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  1. #11
    Anglika is offline No Longer With Us
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    Default Re: Modern Gallantry By Charles Lamb

    You could well be right - I was being too literal in thinking of his writing.

  2. #12
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    Smile Re: Modern Gallantry By Charles Lamb

    Re: Post 10

    Hello BobK,

    Thank you for your comment.

    The older a text is, the more likely it is that a familiar-looking word will have changed its meaning.
    It's same in the Chinese language.
    Last edited by thedaffodils; 13-Aug-2008 at 13:44. Reason: added 'the' before 'Chinese language'

  3. #13
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    Smile Re: Modern Gallantry By Charles Lamb

    Joseph Paice, of Bread-street-hill, merchant, and one of the Directors of the South-Sea company -- the same to whom Edwards, the Shakspeare commentator, has addressed a fine sonnet -- was the only pattern of consistent gallantry I have met with. He took me under his shelter at an early age, and bestowed some pains upon me. I owe to his precepts and example whatever there is of the man of business (and that is not much) in my composition. It was not his fault that I did not profit more. Though bred a Presbyterian, and brought up a merchant, he was the finest gentleman of his time. He had not one system of attention to females in the drawing-room, and another in the shop, or at the stall.
    Q12: Why did Lamb use the word of "though"? Were Presbyterian Church and merchant class not very recognized in Lamb's age?

    Q13: have one one syetem of attention =?

    Q14: Is the tale about Knights of Round Table very well-known in the UK and other else of native English speaking countries?

    Thanks!
    Last edited by thedaffodils; 16-Aug-2008 at 18:30. Reason: Removing an icon of eye-rolling

  4. #14
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    Default Re: Modern Gallantry By Charles Lamb

    Quote Originally Posted by thedaffodils View Post
    Q12: Why did Lamb use the word of "though"? Were Presbyterian Church and merchant class not very recognized in Lamb's age?

    Q13: have one one syetem of attention =?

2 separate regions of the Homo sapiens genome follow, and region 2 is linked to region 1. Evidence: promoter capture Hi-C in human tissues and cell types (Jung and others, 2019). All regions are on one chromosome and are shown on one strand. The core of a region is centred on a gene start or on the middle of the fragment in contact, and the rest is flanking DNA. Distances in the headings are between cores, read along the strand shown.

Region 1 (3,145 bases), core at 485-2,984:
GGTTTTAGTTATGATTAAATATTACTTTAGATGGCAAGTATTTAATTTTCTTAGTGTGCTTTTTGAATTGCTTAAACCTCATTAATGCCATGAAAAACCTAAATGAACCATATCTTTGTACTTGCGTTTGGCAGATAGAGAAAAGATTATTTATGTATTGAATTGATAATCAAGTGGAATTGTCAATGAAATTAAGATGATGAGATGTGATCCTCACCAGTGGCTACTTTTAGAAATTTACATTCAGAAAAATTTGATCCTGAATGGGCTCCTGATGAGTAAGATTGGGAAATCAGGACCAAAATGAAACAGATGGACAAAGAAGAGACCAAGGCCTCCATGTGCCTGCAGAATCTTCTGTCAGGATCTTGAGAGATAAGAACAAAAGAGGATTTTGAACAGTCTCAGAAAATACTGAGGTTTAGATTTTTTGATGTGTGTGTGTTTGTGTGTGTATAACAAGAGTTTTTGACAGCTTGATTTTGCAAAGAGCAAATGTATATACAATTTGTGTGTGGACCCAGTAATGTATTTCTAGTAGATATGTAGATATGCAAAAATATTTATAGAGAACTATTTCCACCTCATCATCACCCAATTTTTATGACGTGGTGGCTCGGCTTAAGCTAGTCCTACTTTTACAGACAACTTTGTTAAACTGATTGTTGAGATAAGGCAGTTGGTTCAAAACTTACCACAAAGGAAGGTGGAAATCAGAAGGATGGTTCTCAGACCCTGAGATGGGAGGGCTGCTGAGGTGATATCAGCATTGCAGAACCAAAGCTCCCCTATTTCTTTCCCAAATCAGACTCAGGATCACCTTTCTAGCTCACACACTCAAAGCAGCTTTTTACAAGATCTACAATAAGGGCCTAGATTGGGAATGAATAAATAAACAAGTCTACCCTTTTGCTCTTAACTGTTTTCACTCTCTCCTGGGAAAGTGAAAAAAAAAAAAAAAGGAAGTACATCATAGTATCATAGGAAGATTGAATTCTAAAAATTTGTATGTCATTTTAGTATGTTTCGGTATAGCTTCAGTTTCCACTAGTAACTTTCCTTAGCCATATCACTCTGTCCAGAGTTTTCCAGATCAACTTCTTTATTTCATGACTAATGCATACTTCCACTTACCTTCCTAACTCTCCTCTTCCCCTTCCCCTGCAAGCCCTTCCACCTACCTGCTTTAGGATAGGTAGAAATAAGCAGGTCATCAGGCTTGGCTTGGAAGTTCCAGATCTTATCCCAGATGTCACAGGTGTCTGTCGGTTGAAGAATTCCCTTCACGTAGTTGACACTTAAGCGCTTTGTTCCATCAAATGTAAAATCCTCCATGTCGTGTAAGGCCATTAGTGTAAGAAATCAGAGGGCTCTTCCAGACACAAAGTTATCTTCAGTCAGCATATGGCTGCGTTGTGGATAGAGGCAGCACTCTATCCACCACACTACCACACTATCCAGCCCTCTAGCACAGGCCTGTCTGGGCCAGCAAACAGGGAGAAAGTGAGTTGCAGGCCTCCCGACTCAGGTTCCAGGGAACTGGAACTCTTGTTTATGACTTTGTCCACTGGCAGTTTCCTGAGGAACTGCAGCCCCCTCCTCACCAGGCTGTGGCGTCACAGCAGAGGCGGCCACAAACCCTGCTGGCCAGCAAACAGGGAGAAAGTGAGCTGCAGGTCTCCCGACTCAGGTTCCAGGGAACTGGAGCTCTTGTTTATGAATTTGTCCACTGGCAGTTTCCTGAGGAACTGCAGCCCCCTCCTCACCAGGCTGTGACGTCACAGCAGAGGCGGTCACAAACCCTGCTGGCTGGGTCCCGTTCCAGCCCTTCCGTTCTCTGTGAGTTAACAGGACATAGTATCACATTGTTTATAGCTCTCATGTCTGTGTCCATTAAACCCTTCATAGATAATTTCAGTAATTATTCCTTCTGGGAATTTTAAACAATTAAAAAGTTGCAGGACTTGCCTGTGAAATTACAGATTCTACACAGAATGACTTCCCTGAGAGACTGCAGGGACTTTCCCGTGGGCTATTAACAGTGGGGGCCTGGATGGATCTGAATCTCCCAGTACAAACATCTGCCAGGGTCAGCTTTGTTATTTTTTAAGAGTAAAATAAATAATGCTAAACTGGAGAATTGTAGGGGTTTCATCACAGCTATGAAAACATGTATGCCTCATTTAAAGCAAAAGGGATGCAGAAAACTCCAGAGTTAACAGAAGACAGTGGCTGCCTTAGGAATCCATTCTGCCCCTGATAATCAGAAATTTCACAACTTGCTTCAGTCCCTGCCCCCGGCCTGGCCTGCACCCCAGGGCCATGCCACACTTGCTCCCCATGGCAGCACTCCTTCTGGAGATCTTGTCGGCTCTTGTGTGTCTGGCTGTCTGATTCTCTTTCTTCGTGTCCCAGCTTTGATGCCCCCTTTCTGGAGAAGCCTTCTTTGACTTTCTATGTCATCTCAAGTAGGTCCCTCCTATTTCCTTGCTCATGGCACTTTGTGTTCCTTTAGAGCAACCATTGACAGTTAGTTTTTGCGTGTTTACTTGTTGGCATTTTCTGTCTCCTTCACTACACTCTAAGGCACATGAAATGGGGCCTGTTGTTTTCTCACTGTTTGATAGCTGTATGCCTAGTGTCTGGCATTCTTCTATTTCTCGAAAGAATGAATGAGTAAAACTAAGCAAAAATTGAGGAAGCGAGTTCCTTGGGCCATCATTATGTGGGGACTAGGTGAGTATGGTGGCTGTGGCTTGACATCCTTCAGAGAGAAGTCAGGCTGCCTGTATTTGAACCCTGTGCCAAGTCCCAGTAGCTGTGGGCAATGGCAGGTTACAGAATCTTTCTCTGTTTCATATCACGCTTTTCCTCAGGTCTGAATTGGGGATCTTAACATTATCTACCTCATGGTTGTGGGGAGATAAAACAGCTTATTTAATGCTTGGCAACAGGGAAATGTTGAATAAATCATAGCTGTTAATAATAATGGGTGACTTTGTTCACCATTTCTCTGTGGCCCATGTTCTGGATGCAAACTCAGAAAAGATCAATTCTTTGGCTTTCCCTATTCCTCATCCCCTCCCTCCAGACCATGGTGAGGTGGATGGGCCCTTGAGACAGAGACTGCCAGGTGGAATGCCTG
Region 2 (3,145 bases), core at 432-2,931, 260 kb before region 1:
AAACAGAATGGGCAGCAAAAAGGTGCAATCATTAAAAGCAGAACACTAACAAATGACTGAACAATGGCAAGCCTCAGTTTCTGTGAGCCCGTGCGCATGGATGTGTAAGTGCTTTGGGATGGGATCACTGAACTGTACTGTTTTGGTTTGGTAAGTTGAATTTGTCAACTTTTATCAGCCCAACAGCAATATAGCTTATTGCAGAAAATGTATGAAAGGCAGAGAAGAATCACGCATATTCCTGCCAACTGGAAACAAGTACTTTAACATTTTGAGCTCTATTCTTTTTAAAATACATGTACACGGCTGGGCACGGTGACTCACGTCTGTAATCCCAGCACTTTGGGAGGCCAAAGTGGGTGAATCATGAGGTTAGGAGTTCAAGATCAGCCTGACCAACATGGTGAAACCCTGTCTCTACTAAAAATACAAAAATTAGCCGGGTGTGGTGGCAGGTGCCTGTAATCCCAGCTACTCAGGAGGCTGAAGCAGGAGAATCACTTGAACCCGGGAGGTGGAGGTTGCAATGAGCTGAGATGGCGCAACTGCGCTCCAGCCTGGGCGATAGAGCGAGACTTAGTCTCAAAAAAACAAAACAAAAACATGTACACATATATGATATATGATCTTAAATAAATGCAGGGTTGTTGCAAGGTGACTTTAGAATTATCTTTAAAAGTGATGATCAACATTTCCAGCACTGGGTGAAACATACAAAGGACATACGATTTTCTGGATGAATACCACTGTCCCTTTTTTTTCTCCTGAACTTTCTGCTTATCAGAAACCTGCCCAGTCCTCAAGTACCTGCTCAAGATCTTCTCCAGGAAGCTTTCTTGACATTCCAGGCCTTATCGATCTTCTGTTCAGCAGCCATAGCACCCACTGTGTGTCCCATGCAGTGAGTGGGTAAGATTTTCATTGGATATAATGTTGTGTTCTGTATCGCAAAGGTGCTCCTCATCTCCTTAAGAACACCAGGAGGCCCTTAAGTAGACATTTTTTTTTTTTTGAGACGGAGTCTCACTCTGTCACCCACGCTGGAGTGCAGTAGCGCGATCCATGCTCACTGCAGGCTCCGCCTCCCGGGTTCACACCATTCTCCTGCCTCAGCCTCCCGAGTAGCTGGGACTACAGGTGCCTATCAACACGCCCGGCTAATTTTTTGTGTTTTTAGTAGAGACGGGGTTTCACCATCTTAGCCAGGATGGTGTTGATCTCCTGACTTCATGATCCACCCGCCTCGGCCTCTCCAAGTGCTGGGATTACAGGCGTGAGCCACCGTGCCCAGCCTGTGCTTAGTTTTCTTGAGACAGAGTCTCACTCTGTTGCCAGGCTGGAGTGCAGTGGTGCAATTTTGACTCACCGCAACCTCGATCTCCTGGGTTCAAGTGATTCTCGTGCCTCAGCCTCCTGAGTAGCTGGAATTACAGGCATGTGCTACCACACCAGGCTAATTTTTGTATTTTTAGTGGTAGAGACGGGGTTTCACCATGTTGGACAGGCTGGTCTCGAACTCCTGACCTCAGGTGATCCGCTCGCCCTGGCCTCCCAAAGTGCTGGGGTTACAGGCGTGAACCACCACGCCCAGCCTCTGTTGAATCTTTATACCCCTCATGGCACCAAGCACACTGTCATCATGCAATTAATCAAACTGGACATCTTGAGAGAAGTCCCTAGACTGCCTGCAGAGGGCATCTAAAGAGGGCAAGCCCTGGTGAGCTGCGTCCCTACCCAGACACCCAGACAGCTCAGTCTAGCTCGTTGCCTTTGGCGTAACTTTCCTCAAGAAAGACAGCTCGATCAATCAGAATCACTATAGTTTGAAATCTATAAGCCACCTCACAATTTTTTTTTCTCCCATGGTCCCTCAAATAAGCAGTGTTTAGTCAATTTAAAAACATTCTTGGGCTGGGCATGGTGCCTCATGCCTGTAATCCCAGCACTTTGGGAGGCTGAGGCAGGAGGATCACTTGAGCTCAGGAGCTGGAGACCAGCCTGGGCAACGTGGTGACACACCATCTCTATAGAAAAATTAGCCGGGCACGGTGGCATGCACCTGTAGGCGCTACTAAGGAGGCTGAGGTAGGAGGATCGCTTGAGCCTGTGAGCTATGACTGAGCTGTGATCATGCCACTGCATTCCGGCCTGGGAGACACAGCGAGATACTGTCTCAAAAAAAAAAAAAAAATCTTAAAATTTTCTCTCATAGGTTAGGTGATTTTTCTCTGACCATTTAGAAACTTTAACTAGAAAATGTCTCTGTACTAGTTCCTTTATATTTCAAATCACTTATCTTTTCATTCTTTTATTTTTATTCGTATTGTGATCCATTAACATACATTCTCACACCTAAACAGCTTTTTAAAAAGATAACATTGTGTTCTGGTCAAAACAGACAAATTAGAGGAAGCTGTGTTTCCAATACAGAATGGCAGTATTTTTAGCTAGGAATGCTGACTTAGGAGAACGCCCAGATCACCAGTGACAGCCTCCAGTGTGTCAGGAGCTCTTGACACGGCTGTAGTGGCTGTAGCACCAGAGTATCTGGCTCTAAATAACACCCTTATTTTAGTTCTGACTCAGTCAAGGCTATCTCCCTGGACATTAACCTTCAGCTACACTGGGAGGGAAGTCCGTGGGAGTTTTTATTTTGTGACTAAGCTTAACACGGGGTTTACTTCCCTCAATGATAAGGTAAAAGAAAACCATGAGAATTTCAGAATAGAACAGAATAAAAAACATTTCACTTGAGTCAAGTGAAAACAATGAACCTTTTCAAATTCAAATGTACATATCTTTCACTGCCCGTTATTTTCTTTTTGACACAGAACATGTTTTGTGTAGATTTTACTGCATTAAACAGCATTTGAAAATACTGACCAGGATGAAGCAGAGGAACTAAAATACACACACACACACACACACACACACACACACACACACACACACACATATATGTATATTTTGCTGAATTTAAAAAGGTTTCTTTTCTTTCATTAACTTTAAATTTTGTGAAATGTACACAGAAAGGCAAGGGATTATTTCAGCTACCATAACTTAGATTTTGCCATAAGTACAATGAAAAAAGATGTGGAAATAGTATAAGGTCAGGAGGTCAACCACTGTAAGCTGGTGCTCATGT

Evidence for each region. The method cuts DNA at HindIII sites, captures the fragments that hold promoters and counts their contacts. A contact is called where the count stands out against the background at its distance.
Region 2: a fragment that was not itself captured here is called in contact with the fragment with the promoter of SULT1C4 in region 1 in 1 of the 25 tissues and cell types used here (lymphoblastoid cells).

Q14: Is the tale about Knights of Round Table very well-known in the UK and other else of native English speaking countries?

    Thanks!
    Here's the part under discussion:
    Though bred a Presbyterian, and brought up a merchant, he was the finest gentleman of his time. He had not one system of attention to females in the drawing-room, and another in the shop, or at the stall.
    Q12: Presbyterians were not lavish spenders, and being a merchant was not the sort of thing a gentleman at the time did [ "did" in the prescriptive sense of behaving in the way expected of society, doing 'the done thing') . To say someone was 'in trade' was almost an insult. A gentleman had 'private means' - an income derived from his birth rather than his efforts. It was this sort of society that was so abhorrent to the Founding Fathers - who sailed to America to set up a society where what mattered was a person's efforts (the 'American Dream').

    Q13 He didn't 'switch on' one way of behaving when he was a man of trade and another when he was in society - he didn't alternate between 'Can I help you madam?' (when meeting a customer) and 'Charmed, I'm sure' (when meeting a lady). This use of 'system of attention' is very archaic; today we'd say something like 'way of acting towards people'.

    Q14 Yes, and yes. (But the second "yes" is smaller than the first! I think people in England are more aware of the legend than in, say, Australia.)

    b

  5. #15
    thedaffodils's Avatar
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    Smile Re: Modern Gallantry By Charles Lamb

    Hello BobK,

    Thank you very much for your answers.

    In China, merchants were the lowest class amongst the gentry, farmer, craftman classes during the span of more than two-thousand years of feudal society in China. This coincided with that of then England. But nowadays money talks in China.

    Now I have two questions as below. Could you please give me a hand again?

    Q15: Why merchant class was despised in Lamb's age when capitalism had been already establised? And when has the situation been changed?